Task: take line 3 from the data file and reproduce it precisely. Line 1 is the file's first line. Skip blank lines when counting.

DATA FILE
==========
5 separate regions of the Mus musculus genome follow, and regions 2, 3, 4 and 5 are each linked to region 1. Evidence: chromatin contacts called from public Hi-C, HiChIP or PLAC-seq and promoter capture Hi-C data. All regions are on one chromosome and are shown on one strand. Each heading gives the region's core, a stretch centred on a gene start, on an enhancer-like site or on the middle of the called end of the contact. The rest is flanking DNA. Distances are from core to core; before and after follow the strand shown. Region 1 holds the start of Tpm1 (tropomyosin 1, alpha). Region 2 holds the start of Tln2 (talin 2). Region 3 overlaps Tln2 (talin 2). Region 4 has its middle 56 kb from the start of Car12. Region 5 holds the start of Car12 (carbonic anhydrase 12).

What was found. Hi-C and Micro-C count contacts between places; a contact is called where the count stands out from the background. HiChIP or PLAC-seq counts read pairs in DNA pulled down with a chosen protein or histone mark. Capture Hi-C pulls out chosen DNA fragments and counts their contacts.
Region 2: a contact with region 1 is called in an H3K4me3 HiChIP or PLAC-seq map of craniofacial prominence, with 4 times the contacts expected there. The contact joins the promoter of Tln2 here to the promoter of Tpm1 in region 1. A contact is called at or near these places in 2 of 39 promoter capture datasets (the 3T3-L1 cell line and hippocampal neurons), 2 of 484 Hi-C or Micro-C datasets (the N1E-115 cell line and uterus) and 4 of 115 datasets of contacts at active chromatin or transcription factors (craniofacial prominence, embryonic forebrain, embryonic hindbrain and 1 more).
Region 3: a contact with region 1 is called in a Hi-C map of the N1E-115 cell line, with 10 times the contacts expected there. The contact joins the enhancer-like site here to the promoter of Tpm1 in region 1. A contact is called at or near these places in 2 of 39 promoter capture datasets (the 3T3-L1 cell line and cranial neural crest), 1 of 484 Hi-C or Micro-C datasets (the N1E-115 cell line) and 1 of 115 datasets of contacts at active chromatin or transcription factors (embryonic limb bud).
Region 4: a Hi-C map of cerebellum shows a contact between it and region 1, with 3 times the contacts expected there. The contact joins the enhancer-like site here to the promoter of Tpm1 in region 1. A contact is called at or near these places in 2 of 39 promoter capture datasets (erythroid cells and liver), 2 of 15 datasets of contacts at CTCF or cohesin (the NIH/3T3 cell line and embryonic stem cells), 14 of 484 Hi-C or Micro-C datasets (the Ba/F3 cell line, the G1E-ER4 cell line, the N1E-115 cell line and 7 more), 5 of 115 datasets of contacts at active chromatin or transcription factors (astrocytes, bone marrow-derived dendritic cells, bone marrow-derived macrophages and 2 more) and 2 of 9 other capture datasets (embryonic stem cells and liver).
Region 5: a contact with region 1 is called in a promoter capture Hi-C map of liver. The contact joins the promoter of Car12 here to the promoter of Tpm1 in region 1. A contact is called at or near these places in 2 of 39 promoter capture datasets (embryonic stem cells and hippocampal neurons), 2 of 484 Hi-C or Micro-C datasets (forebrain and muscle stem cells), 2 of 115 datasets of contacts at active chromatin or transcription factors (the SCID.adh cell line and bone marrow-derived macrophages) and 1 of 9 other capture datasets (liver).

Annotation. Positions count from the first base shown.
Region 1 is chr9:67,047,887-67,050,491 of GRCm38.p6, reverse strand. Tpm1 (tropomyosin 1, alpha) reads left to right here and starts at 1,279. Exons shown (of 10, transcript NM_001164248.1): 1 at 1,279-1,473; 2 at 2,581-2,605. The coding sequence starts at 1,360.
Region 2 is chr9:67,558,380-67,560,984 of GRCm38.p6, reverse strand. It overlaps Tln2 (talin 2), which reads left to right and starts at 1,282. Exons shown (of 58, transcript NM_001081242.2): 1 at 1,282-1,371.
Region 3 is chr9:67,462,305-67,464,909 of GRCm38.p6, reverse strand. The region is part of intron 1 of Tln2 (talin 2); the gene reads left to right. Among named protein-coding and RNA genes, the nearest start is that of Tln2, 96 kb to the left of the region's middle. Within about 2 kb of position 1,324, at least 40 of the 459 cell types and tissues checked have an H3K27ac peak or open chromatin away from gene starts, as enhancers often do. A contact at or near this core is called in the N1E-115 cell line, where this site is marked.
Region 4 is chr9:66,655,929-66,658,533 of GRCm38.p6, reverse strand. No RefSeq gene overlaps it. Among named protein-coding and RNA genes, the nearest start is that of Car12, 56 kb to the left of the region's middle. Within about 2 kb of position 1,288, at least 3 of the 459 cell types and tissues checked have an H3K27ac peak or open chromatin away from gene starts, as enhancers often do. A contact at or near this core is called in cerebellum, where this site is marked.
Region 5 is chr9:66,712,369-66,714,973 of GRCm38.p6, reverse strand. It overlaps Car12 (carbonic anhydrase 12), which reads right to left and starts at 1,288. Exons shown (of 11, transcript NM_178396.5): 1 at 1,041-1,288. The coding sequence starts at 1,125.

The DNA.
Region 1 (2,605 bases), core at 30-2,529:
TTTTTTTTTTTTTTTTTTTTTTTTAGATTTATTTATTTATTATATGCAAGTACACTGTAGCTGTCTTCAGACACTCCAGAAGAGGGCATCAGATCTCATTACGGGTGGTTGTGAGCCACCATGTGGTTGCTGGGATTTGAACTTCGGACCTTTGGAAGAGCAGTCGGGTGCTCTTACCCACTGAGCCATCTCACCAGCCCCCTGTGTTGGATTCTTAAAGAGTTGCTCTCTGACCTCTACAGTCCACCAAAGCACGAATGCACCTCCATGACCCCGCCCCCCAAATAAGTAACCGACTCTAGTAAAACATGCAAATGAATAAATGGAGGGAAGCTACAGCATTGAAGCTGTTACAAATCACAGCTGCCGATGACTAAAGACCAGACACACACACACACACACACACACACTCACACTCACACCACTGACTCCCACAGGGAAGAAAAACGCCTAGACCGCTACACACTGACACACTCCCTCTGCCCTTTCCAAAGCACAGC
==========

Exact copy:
Region 2: a contact with region 1 is called in an H3K4me3 HiChIP or PLAC-seq map of craniofacial prominence, with 4 times the contacts expected there. The contact joins the promoter of Tln2 here to the promoter of Tpm1 in region 1. A contact is called at or near these places in 2 of 39 promoter capture datasets (the 3T3-L1 cell line and hippocampal neurons), 2 of 484 Hi-C or Micro-C datasets (the N1E-115 cell line and uterus) and 4 of 115 datasets of contacts at active chromatin or transcription factors (craniofacial prominence, embryonic forebrain, embryonic hindbrain and 1 more).